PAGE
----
Iran announced the launching of the first domestically-produced aframax oil tanker on Tuesday, part of its programme to counter US-led Western sanctions which aim to target oil exports and restrict its maritime trade.
The Fars news agency reported that the oil tanker was ordered by Venezuela, Iran’s chief Latin America ally.
“The production of the aframax ship is the first export shipbuilding activity of Iran, and we must continue by attracting more customers,” Fars quoted Mehdi Etesam, managing director of Iran Maritime Industrial Company SADRA, as saying.
The news agency did not say if more Iranian-made aframaxes were under order. The Aframax carries up to 700,000 barrels of oil.
The US Treasury Department imposed additional sanctions on SADRA in March, accusing it of being owned by Khatam al-Anbiya, an engineering company used by the elite Islamic Revolutionary Guard Corps to fund its operations.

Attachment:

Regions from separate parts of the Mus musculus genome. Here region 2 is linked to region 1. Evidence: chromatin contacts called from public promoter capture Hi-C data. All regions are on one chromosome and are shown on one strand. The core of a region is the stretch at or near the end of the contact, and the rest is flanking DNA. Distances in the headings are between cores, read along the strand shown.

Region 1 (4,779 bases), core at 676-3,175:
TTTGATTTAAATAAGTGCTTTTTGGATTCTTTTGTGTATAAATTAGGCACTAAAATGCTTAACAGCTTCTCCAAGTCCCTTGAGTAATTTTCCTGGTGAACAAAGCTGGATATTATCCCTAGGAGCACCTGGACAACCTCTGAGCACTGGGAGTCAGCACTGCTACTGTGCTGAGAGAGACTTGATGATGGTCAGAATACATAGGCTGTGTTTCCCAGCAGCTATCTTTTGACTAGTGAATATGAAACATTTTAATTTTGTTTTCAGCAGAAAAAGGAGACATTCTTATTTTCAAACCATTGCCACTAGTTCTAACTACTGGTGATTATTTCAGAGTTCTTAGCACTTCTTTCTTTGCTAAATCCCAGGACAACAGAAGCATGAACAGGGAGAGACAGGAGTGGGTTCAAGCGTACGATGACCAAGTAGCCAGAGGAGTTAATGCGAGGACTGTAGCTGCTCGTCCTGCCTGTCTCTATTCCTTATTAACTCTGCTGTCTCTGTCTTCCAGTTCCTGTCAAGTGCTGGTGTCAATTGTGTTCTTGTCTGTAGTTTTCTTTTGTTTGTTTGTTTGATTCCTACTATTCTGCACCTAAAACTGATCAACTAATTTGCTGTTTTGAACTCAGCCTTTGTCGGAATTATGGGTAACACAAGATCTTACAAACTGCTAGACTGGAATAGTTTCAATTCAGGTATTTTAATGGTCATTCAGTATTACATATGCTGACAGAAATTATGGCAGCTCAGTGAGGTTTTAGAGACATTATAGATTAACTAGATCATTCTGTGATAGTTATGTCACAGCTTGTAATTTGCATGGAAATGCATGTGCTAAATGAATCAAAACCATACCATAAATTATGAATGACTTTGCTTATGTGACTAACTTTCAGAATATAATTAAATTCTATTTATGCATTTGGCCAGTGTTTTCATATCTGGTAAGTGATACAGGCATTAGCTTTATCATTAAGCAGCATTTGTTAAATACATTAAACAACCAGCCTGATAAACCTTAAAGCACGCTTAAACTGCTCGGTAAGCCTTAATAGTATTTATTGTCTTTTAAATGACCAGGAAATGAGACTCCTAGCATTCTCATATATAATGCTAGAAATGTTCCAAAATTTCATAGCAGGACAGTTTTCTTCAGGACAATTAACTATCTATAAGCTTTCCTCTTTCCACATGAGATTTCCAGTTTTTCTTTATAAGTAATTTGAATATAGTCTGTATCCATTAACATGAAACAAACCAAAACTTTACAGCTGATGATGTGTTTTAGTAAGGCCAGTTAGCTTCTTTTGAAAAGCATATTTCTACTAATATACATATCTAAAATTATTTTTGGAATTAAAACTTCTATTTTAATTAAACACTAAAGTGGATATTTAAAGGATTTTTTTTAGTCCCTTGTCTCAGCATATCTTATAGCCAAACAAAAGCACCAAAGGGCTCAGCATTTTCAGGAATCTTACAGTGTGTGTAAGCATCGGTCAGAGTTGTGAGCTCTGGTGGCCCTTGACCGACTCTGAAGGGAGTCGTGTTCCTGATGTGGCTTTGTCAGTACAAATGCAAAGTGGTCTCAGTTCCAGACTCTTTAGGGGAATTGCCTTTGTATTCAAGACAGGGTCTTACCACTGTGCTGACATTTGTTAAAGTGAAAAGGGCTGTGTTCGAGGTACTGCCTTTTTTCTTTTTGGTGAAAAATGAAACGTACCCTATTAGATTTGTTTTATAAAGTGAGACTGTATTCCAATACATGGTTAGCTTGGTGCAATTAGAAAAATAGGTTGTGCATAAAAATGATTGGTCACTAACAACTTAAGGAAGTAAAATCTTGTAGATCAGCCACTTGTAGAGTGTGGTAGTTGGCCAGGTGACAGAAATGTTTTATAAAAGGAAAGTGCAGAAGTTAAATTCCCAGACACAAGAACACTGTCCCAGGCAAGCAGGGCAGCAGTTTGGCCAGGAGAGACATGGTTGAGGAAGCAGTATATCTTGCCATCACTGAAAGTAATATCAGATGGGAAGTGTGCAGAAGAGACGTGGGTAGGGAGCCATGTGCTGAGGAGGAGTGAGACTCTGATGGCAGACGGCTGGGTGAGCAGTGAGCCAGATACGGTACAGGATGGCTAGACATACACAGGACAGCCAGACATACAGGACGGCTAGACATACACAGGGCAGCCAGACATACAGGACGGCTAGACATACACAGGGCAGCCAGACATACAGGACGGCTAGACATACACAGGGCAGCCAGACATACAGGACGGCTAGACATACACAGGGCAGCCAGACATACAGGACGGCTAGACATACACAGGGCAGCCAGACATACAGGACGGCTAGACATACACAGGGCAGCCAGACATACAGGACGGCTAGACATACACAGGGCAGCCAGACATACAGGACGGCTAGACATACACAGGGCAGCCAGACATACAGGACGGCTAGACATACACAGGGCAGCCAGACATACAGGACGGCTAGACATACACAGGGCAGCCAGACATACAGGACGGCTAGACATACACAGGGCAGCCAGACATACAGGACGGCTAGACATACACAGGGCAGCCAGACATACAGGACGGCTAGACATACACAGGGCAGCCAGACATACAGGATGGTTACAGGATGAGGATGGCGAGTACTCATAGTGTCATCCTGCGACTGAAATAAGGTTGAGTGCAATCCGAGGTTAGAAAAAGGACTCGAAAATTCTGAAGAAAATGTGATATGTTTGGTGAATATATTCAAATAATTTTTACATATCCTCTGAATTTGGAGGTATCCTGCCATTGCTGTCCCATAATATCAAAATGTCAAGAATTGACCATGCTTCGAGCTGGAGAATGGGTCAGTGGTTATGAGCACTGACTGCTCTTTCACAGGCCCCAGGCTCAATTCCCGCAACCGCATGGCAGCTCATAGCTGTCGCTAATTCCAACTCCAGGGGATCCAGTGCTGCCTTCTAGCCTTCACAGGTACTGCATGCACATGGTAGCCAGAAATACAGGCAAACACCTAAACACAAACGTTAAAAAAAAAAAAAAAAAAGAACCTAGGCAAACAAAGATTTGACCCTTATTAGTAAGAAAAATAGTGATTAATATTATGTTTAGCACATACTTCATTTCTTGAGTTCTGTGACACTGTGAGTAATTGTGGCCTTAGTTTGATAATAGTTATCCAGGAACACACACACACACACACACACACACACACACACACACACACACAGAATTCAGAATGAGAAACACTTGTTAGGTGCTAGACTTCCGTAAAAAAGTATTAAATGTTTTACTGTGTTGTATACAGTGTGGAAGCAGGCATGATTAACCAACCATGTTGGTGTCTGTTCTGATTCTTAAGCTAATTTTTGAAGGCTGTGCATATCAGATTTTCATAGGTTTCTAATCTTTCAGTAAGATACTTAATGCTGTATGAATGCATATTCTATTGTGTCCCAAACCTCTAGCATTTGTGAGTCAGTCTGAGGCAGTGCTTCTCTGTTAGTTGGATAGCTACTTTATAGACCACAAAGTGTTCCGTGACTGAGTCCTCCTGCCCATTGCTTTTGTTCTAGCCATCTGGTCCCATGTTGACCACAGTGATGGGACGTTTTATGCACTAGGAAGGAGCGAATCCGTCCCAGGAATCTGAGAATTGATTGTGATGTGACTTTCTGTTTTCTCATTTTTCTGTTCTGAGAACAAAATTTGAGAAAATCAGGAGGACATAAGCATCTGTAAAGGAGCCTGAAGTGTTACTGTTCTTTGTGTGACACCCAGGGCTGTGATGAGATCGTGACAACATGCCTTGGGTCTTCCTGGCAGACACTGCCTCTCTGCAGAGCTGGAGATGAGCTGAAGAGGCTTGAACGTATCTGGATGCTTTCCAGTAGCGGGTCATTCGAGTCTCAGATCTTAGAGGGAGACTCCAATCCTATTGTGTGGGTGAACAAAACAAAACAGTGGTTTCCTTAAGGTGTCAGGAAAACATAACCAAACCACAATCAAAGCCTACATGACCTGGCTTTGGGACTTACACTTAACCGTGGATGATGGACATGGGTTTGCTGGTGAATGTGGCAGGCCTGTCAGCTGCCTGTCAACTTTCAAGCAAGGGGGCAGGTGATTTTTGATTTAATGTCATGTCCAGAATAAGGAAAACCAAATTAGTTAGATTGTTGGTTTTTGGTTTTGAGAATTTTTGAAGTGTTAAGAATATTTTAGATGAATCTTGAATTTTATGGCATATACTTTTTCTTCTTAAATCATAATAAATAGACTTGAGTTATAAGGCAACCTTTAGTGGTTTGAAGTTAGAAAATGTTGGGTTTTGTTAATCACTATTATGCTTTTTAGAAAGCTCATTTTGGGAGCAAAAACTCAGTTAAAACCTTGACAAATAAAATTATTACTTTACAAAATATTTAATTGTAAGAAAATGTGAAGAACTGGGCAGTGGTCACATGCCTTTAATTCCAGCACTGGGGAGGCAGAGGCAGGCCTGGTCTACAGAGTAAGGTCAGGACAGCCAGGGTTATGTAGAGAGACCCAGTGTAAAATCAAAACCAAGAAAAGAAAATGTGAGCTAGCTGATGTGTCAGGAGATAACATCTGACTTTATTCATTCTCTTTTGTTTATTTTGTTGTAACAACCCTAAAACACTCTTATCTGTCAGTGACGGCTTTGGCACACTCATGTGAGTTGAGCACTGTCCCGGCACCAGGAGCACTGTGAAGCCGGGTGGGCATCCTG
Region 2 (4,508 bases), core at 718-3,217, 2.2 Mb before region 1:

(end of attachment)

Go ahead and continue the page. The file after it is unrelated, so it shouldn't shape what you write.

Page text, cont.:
Washington has primarily focused its sanctions on the Iranian Revolutionary Guard, alleging it of playing a central role in Iran’s missile and nuclear programs, support for terrorism and involvement in serious human rights abuses.
Tehran made an offer to the South Korean government earlier this month that would allow the delivery of oil on Iranian tankers, effectively bypassing the US-led Western sanctions.
Iran is the second-biggest producer in OPEC after Saudi Arabia and produces about 3.3 million barrels a day. The full implementation of sanctions is likely to remove about 1 million barrels a day.
The EU ban on insurance for ships carrying Iranian oil affects 95% of the world’s tankers because London-based International Group of P&I Clubs, which is adhering to the EU rule, insures them.
Iran’s fleet of around 40 oil tankers, the biggest in the Middle East, is mostly made up of far bigger supertankers bought from foreign shipbuilders and capable of each carrying up to two million barrels of oil.